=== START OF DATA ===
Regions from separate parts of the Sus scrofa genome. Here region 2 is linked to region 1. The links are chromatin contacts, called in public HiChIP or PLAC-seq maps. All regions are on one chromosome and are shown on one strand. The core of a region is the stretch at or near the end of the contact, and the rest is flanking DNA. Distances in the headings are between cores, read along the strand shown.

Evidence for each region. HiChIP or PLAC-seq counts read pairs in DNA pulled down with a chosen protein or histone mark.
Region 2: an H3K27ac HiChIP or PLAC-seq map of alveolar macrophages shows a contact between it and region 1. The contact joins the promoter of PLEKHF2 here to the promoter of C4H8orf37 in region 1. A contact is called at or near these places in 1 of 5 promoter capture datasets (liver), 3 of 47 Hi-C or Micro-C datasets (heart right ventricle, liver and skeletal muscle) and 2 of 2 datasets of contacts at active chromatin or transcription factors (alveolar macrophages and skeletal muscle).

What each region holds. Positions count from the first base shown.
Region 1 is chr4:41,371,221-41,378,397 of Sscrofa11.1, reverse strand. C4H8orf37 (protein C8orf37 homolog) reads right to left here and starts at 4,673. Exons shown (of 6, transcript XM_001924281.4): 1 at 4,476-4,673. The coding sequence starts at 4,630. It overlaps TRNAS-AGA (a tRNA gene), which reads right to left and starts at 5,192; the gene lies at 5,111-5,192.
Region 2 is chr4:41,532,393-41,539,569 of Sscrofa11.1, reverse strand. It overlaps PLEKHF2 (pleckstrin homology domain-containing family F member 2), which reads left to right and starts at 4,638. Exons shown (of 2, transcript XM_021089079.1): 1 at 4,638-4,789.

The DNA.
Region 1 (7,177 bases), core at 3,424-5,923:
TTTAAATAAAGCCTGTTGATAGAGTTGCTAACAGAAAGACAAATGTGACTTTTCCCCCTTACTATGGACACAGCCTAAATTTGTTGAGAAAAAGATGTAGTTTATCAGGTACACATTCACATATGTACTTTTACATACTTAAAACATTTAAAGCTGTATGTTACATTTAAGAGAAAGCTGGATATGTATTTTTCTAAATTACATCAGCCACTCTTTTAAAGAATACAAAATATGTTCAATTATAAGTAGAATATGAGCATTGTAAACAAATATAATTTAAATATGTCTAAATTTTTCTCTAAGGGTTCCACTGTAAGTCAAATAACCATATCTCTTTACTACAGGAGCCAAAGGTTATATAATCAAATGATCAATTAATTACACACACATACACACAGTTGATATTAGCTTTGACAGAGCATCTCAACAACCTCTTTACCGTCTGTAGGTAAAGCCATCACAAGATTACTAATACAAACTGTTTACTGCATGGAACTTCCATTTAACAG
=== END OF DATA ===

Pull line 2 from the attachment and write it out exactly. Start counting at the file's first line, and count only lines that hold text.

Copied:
Evidence for each region. HiChIP or PLAC-seq counts read pairs in DNA pulled down with a chosen protein or histone mark.